Babesiosis

CASES/YEAR
11,280 (US); 22,560 (Global)
CATEGORY
Arthropod-Borne
AGENT TYPE
Protozoa
OTHER NAMES
Babesia microti infection; B. divergens infection (Europe); B. duncani (formerly WA1-type parasite);
ACUITY
Acute-Moderate
INCUBATION
Usually 1 to 4 weeks after tick bite; As long as 176 days after transfusion; [PPID, p. 3404]
INITIAL SYMPTOMS
A flu-like syndrome in most patients; Patients with impaired immunity may develop severe babesiosis complicated by respiratory failure, DIC, CHF & renal failure; [Harrisons, p. 614, 618] Subclinical in 1/2 of children & 1/4 of adults; [Cecil, p. 2121]
PRECAUTIONS
"Blood and body fluid precautions." [CCDM, p. 63] "Not transmitted from person to person except rarely by transfusion." [CDC 2007 Guideline for Isolation Precautions]
COMMENTS
FINDINGS:
In untreated patients, the febrile illness lasts several days to a few months. Some patients have hemolytic anemia and thrombocytopenia. [CCDM, p. 61] Arthralgias, headache, nausea, hepatosplenomegaly, leukopenia, and thrombocytopenia are common findings. Less than 20% of patients have cough and dyspnea. Relative bradycardia has been reported. Severe cases are associated with prior splenectomy. Complications include acute renal failure, pulmonary edema, disseminated intravascular coagulation, shock, and respiratory failure. [ID, p. 2304] Babesiosis mimics malaria. The illness begins 1-4 weeks after a tick bite or 4-9 weeks after transfusion. Additional findings are diarrhea, sweating, and elevated liver transaminases. Antibodies become detectable about 1 week after onset of symptoms. [Guerrant, p. 676-81] The ticks are only 2 mm in diameter and not usually seen. [PPID, p. 3403] Renal failure from intravascular hemolysis may progress to hypotension, coma, and death. [Guerrant, p. 678] Severe cases resembling falciparum malaria (high fever, hemolytic anemia, jaundice, and renal failure) are seen in elderly patients and patients with splenectomy and AIDS. [Merck Manual, p. 1544]

EPIDEMIOLOGY:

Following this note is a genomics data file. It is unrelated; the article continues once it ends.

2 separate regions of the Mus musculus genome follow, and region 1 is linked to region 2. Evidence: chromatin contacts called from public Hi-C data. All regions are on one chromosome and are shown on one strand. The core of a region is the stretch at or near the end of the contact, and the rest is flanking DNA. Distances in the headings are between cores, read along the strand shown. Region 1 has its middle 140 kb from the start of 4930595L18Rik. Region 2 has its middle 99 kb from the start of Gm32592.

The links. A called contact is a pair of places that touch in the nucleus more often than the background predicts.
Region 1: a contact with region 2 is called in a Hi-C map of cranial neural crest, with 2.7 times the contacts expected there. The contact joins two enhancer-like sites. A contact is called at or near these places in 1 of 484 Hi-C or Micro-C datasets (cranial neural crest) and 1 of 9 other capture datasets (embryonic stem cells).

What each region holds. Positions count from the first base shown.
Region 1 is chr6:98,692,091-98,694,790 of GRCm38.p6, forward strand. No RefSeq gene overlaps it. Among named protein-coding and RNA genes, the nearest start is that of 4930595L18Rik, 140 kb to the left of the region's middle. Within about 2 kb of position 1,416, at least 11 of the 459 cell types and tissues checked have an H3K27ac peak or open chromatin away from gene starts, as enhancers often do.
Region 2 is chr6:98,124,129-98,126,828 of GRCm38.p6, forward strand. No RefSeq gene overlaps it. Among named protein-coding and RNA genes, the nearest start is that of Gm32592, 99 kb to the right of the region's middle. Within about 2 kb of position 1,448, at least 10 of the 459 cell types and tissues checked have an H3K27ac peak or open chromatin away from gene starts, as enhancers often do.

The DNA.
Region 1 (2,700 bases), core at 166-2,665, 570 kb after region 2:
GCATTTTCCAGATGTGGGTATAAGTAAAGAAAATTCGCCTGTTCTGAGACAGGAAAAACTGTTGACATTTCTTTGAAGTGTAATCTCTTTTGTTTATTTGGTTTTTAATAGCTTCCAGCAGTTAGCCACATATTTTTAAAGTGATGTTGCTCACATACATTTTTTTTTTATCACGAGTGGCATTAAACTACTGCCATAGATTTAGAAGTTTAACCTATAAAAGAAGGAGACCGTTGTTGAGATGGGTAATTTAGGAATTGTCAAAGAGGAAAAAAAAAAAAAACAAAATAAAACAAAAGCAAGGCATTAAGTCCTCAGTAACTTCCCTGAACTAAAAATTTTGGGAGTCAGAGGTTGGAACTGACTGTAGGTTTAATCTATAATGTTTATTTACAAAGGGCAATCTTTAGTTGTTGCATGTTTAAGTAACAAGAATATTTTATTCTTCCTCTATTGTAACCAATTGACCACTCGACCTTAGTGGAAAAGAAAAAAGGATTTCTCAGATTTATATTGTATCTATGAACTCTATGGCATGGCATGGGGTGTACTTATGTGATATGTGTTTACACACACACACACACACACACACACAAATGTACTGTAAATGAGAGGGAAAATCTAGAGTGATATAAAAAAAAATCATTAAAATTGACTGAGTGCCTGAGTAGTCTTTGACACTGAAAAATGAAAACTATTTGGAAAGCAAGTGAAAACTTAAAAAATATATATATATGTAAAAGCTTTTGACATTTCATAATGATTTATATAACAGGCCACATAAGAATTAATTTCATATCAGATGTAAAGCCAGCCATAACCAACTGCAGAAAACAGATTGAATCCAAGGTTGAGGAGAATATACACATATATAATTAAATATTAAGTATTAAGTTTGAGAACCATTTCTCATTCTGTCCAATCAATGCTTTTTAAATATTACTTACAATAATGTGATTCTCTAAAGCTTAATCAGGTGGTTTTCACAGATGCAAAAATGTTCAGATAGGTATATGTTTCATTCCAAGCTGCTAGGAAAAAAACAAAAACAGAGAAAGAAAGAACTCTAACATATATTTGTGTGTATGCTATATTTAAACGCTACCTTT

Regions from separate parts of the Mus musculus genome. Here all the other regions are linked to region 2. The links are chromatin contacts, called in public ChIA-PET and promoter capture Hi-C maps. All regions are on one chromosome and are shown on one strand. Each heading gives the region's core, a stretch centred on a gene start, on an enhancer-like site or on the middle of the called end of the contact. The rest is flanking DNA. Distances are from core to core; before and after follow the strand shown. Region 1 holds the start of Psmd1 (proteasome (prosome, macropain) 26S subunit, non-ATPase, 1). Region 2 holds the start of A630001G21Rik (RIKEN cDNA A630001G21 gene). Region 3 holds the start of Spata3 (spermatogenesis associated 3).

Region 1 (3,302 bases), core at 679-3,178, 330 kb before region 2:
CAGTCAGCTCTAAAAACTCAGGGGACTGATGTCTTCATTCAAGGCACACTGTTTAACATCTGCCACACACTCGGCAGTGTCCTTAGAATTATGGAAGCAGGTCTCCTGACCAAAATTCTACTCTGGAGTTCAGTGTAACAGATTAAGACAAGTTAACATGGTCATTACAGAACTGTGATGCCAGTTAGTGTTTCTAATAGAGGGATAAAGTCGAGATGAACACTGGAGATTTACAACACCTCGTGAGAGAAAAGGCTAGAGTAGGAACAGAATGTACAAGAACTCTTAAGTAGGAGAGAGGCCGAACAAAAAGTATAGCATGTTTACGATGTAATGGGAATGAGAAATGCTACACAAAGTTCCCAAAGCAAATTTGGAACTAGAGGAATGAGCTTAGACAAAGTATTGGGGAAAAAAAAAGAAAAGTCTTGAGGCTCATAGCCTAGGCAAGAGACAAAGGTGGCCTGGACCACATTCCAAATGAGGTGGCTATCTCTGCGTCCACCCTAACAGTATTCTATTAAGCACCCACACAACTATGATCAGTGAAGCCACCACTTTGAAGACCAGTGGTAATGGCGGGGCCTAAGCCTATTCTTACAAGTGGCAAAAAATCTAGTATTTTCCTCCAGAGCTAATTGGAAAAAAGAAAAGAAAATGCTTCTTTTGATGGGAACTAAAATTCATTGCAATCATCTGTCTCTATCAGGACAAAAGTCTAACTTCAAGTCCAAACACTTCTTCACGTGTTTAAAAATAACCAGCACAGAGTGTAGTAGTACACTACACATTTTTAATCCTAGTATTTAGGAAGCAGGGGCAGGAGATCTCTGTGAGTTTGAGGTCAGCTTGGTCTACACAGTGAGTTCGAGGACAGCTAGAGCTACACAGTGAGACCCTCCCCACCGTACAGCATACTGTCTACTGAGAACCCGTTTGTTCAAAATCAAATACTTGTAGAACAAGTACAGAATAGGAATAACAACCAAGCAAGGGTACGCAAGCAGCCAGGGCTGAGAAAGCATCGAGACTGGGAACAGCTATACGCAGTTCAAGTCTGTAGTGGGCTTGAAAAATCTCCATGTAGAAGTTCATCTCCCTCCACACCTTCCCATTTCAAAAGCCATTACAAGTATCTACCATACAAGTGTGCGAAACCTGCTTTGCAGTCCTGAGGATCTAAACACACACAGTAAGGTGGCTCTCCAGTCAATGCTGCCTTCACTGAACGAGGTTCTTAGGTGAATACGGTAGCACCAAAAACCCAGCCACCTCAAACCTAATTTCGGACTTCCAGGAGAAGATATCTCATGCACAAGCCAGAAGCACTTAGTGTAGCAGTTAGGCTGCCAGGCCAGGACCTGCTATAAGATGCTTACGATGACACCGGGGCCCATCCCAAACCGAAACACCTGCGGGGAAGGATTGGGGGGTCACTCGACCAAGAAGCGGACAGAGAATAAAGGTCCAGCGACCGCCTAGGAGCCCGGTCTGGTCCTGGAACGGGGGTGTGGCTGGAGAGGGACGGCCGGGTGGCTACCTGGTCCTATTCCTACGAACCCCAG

Babesiosis is endemic on several USA east coast islands and in southern Connecticut. The vectors are nymphal Ixodes ticks, and the agents are protozoan parasites of red blood cells. Asymptomatic infections are common. Transmission has been reported by blood transfusion and, rarely, congenital/perinatal. On blood smear examination, the parasite may be confused with plasmodium falciparum. Reservoirs are rodents in the USA and cattle in Europe. [CCDM, p. 62-3] In Europe, babesiosis is a rare disease usually caused by B. divergens. Nearly all patients are asplenic. In the US, babesiosis is caused by B. microti, and asymptomatic cases are common. Patients at risk for severe disease are asplenic, elderly, infected with HIV, or immunosuppressed. [PPID, p. 3402]
DIAGNOSTIC
Blood smear (Wright or Giemsa stain); Serology; [CCDM, p. 61] Tetrads pathognomonic but rarely identified; Blood PCR most sensitive test; Serology; [ABX Guide] Giemsa stained thin smears; PCR and serology; [Harrisons, p. 618]
SCOPE
Global; In USA, most cases on eastern seaboard and some cases reported in upper Midwest (Wisconsin and Minnesota); [CCDM] Main foci in US (>90% of cases) are in CT, MA, MN, NJ, NY, RI, and WI; [PPID, p. 3400]
SIGNS & SYMPTOMS
  • >arthralgia
  • >fatigue, weakness
  • >fever
  • >myalgia
  • >relative bradycardia
  • E pharyngitis
  • G abdominal pain
  • G diarrhea
  • G hepatomegaly
  • G jaundice
  • G liver function test, abnormal
  • G nausea, vomiting
  • H anemia
  • H hemolysis
  • H leukopenia
  • H splenomegaly
  • H thrombocytopenia
  • N headache
  • N lethargy
  • N paresthesia
  • N stiff neck
  • R cough
  • R dyspnea
  • S petechiae and ecchymoses
  • *acute renal failure
  • *ARDS
  • *bleeding tendency
  • *pulmonary edema
  • *shock
  • *stupor, coma
  • *weight loss
ANTIMICROBIC

Yes

VACCINE

No

ENTRY
Needle (Includes Drug Abuse), Scalpel or Transfusion
SOURCE
RESERVOIR
Cattle, Goats and Sheep, Deer, Elk and Antelope, Rodents, Wild Animals
RISK FACTORS
  • Asplenic patients
  • Have a blood transfusion
  • Work or play in tick-infested area
REFERENCES FOR CASES/YEAR
1. (US) Published in MMWR 2011 = 1,128; Use correction factor of 10 for reported diseases: 1,128 X 10 = 11,280;
2. (Global) The vast majority of cases in US; Sporadic cases in Europe and rest of world, e.g. about 30 cases in Europe caused by B. divergens, a pathogen of cattle. ; [Harrison ID, 2nd Ed, p. 1174] Estimate global rate = 2 X US rate = 22,560;